Compassion (Fatigue) in the Land of So Much Suffering Pt. 1
In this three-part series, I discuss my recent experiences with compassion fatigue, how it relates to wellness professions and our models of healing, and lastly, how we might better work to integrate our understanding of suffering into how we revitalize ourselves from the exhaustion it causes.
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Like most people I know, my heart hurt when I read how a series of arsons were terrorizing the Black community of Louisiana earlier this year. In my mind, I immediately knew these acts of white supremacy were connected to the numerous acts of arson and violence plaguing Orthodox Jews in Brooklyn and elsewhere following the massacre at the Tree of Life synagogue in Pittsburgh last October.
I could see it. I could see how racism against Black people is connected to racism against Jews, how white supremacy is a reaction to class stratification and the buckling of capitalism itself intimately and cyclically connected to climate change. I tried to write these things, but I couldn’t. Every time I came close to publishing, another violent act would derail it all, and soon the weight of it all felt too heavy to write in any direction but defeat. The massacre at the mosque in Christchurch, the shooting at the synagogue in San Diego, the arson at the yeshiva in Moscow, the fire at Notre Dame, the fire at the Buddhist temple in Michigan, the shooting on the campus down the highway from me…it all started to blur together.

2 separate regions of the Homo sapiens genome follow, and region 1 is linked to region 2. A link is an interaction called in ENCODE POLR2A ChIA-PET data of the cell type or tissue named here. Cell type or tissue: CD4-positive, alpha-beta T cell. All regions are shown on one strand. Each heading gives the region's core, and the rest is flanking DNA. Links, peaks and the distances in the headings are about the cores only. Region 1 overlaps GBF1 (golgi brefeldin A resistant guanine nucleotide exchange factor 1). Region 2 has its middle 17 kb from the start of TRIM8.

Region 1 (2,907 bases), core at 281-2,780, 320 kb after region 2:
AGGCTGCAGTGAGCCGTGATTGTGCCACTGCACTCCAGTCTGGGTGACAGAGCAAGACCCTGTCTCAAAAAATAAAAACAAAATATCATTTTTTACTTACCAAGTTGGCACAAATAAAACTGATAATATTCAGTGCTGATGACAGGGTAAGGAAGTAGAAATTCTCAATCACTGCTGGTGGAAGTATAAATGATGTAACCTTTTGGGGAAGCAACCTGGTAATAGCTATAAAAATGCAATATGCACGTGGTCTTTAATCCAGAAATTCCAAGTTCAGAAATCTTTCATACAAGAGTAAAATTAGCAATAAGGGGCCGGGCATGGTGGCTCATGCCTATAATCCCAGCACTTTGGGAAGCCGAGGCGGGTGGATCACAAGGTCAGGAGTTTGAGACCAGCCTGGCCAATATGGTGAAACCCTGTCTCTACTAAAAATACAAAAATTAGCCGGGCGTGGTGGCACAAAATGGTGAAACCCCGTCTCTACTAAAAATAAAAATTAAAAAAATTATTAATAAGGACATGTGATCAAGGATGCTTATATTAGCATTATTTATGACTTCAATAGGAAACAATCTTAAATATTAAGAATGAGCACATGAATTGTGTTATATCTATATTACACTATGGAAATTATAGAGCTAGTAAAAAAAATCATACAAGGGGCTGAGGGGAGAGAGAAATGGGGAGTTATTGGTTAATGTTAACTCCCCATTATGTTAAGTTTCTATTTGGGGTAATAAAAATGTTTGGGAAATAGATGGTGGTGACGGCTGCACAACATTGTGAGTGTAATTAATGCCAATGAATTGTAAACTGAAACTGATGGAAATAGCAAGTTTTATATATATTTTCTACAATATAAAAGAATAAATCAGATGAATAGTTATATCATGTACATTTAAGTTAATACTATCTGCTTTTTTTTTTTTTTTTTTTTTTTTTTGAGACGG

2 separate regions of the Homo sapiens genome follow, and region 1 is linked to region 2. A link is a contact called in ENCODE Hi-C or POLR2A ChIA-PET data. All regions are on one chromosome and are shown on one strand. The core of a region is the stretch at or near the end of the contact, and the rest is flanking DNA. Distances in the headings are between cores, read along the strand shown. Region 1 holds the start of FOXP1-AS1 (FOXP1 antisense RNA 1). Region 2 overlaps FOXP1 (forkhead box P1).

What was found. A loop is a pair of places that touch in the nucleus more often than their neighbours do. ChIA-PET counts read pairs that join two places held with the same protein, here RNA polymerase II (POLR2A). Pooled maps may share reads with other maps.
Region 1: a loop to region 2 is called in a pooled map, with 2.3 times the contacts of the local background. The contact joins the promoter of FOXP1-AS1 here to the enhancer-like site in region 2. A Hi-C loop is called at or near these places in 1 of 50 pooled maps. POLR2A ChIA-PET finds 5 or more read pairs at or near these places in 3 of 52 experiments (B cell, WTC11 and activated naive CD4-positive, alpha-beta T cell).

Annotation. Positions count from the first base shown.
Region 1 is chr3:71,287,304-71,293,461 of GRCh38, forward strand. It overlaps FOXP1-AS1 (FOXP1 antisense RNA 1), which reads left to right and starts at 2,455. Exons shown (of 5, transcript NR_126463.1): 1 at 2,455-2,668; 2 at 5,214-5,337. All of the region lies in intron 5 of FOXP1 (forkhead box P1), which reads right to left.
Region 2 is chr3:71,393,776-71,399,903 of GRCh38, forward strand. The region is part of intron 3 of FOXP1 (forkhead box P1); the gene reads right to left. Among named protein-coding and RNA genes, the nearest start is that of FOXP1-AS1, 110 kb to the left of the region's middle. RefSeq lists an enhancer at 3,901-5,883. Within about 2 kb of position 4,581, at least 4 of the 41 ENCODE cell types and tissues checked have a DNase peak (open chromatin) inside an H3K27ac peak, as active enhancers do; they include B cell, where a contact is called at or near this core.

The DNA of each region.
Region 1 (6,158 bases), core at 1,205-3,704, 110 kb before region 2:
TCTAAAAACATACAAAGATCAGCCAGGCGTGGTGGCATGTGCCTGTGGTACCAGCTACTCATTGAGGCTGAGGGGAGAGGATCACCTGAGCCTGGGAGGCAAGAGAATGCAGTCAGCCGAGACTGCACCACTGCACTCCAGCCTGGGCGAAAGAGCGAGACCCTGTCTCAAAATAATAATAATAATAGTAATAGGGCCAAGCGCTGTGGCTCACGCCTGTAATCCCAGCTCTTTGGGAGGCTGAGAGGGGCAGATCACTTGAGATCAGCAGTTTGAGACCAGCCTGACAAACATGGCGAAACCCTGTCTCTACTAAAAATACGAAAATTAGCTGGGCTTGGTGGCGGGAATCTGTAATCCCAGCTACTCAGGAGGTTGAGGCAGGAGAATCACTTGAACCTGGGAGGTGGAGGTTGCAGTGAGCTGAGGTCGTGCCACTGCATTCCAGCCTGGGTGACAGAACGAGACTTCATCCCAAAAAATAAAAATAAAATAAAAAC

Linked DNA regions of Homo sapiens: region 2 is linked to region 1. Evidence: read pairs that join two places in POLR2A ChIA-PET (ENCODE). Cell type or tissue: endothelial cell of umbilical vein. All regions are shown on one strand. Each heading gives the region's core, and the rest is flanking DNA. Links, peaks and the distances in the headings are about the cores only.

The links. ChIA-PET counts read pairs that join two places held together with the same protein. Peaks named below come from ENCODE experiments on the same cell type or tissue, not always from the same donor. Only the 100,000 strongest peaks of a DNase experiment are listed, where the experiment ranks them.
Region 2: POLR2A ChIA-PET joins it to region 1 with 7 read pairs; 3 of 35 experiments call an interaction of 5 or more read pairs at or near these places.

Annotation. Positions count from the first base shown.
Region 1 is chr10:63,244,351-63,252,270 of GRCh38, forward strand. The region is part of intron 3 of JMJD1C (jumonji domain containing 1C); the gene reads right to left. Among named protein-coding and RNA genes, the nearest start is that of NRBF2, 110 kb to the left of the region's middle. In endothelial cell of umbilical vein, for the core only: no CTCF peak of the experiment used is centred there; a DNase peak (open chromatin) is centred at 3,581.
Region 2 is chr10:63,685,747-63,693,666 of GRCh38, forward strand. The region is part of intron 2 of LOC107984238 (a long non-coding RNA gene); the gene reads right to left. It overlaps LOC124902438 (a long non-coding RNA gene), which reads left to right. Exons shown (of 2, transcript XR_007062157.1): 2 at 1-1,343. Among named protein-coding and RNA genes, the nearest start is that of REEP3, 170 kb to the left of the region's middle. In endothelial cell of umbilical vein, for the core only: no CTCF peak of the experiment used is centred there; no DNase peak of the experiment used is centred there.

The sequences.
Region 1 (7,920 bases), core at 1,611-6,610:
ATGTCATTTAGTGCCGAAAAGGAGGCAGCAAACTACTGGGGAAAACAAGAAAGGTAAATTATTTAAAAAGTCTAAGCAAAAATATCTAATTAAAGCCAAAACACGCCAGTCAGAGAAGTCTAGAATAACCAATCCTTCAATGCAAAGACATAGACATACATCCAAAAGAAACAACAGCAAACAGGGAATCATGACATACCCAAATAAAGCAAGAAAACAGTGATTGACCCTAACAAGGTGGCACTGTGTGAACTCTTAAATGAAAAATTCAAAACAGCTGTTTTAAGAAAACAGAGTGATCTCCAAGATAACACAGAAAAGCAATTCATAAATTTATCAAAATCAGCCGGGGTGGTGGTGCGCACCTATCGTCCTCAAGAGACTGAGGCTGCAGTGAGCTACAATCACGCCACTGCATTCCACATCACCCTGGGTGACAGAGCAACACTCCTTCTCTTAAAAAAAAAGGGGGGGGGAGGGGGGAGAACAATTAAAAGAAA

One expression of empathy and solidarity suddenly evolved into a never-ending need for both, an overwhelming sense of being too far behind for any action to be worth it, and a deep fear of what would come next, when, and preemptive anger that we wouldn’t be able to stop it. My writing voice switched from one of empathy to one of outrage—biting anger that ‘we’ had not done something sooner to halt the rise of white supremacy and fascism, hyper-criticism of every word offered (or conspicuously not offered) by those who did try, pain and rage with a heaping helping of no solutions.
I showed up and was welcomed at a local mosque in solidarity following Christchurch, and I briefly entertained the thought of getting involved again with this city’s numerous, overlapping and yet always disparate activisms, but I already felt burned out just thinking about it. I already felt criticism before I even wrote or did anything. I felt inadequate, worthless, powerless, and hopeless. I wonder if this is how I leave some readers feeling when I too give in to my angry writing voice in lieu of more empathetic, nurturing, or strategic voices.
I felt like if I wrote on one injustice, I owed it to the victims of every other injustice to write on theirs too. I felt like if I did one act to resolve one group’s suffering, I had to do the same for everyone else. My eyes glazed over before the computer screen, obsessively hoping to catalog every related instance of violence and fearing I might forget one. My life blew up into an anxiety and paranoia that has often plagued me as a writer on sensitive subjects—how can I show that I care when I can’t do everything for everyone?
I found myself unable to write.
I found myself suffering from recurrent anxiety attacks triggered by interactions with social media or even just hearing other people discuss the news. More personally, I found myself unable to cry. Usually I am the kind of person who cries at sunrises and bluebird sightings. Yet in the unavoidable face of so much suffering, and an overwhelming sense that I can write, inspire, do, and share nothing of value to ease it all, I instead found myself totally numb. In that desensitized dissociation, I recognized a type of exhaustion I’ve slipped into before.